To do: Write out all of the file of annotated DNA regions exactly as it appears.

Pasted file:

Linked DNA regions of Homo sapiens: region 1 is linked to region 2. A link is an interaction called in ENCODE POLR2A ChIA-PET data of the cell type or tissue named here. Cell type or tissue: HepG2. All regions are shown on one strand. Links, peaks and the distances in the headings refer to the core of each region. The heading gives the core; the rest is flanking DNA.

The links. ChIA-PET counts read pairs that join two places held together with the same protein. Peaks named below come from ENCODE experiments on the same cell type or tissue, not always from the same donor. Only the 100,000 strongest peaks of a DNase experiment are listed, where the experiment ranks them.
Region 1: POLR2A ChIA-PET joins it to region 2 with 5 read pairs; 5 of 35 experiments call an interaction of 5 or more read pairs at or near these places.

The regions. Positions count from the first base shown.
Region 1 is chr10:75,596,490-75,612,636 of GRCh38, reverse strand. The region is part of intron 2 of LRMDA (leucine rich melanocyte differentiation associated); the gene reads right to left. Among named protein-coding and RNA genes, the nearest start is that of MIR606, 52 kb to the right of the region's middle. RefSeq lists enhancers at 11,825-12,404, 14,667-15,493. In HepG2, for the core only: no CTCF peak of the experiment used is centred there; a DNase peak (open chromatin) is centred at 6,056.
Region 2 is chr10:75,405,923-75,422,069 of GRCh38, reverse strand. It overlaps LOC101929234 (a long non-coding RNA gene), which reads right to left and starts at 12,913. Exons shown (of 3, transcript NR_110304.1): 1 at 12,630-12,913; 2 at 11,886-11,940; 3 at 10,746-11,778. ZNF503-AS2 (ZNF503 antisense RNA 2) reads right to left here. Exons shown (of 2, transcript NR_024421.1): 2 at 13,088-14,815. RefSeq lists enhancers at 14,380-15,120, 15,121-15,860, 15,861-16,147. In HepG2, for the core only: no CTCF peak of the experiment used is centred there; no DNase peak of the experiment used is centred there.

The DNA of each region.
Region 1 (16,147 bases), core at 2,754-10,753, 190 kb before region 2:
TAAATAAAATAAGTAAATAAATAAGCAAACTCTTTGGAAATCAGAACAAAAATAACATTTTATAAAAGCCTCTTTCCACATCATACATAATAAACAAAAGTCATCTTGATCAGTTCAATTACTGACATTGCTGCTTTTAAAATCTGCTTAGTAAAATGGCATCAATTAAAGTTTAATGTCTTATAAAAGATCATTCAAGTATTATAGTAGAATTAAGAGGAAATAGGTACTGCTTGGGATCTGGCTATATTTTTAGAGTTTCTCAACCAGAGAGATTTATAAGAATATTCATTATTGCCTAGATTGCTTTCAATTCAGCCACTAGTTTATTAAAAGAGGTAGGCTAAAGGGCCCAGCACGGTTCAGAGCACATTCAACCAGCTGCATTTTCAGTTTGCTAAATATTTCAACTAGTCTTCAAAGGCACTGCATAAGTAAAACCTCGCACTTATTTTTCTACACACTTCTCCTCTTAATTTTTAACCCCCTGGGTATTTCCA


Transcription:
Linked DNA regions of Homo sapiens: region 1 is linked to region 2. A link is an interaction called in ENCODE POLR2A ChIA-PET data of the cell type or tissue named here. Cell type or tissue: HepG2. All regions are shown on one strand. Links, peaks and the distances in the headings refer to the core of each region. The heading gives the core; the rest is flanking DNA.

The links. ChIA-PET counts read pairs that join two places held together with the same protein. Peaks named below come from ENCODE experiments on the same cell type or tissue, not always from the same donor. Only the 100,000 strongest peaks of a DNase experiment are listed, where the experiment ranks them.
Region 1: POLR2A ChIA-PET joins it to region 2 with 5 read pairs; 5 of 35 experiments call an interaction of 5 or more read pairs at or near these places.

The regions. Positions count from the first base shown.
Region 1 is chr10:75,596,490-75,612,636 of GRCh38, reverse strand. The region is part of intron 2 of LRMDA (leucine rich melanocyte differentiation associated); the gene reads right to left. Among named protein-coding and RNA genes, the nearest start is that of MIR606, 52 kb to the right of the region's middle. RefSeq lists enhancers at 11,825-12,404, 14,667-15,493. In HepG2, for the core only: no CTCF peak of the experiment used is centred there; a DNase peak (open chromatin) is centred at 6,056.
Region 2 is chr10:75,405,923-75,422,069 of GRCh38, reverse strand. It overlaps LOC101929234 (a long non-coding RNA gene), which reads right to left and starts at 12,913. Exons shown (of 3, transcript NR_110304.1): 1 at 12,630-12,913; 2 at 11,886-11,940; 3 at 10,746-11,778. ZNF503-AS2 (ZNF503 antisense RNA 2) reads right to left here. Exons shown (of 2, transcript NR_024421.1): 2 at 13,088-14,815. RefSeq lists enhancers at 14,380-15,120, 15,121-15,860, 15,861-16,147. In HepG2, for the core only: no CTCF peak of the experiment used is centred there; no DNase peak of the experiment used is centred there.

The DNA of each region.
Region 1 (16,147 bases), core at 2,754-10,753, 190 kb before region 2:
TAAATAAAATAAGTAAATAAATAAGCAAACTCTTTGGAAATCAGAACAAAAATAACATTTTATAAAAGCCTCTTTCCACATCATACATAATAAACAAAAGTCATCTTGATCAGTTCAATTACTGACATTGCTGCTTTTAAAATCTGCTTAGTAAAATGGCATCAATTAAAGTTTAATGTCTTATAAAAGATCATTCAAGTATTATAGTAGAATTAAGAGGAAATAGGTACTGCTTGGGATCTGGCTATATTTTTAGAGTTTCTCAACCAGAGAGATTTATAAGAATATTCATTATTGCCTAGATTGCTTTCAATTCAGCCACTAGTTTATTAAAAGAGGTAGGCTAAAGGGCCCAGCACGGTTCAGAGCACATTCAACCAGCTGCATTTTCAGTTTGCTAAATATTTCAACTAGTCTTCAAAGGCACTGCATAAGTAAAACCTCGCACTTATTTTTCTACACACTTCTCCTCTTAATTTTTAACCCCCTGGGTATTTCCA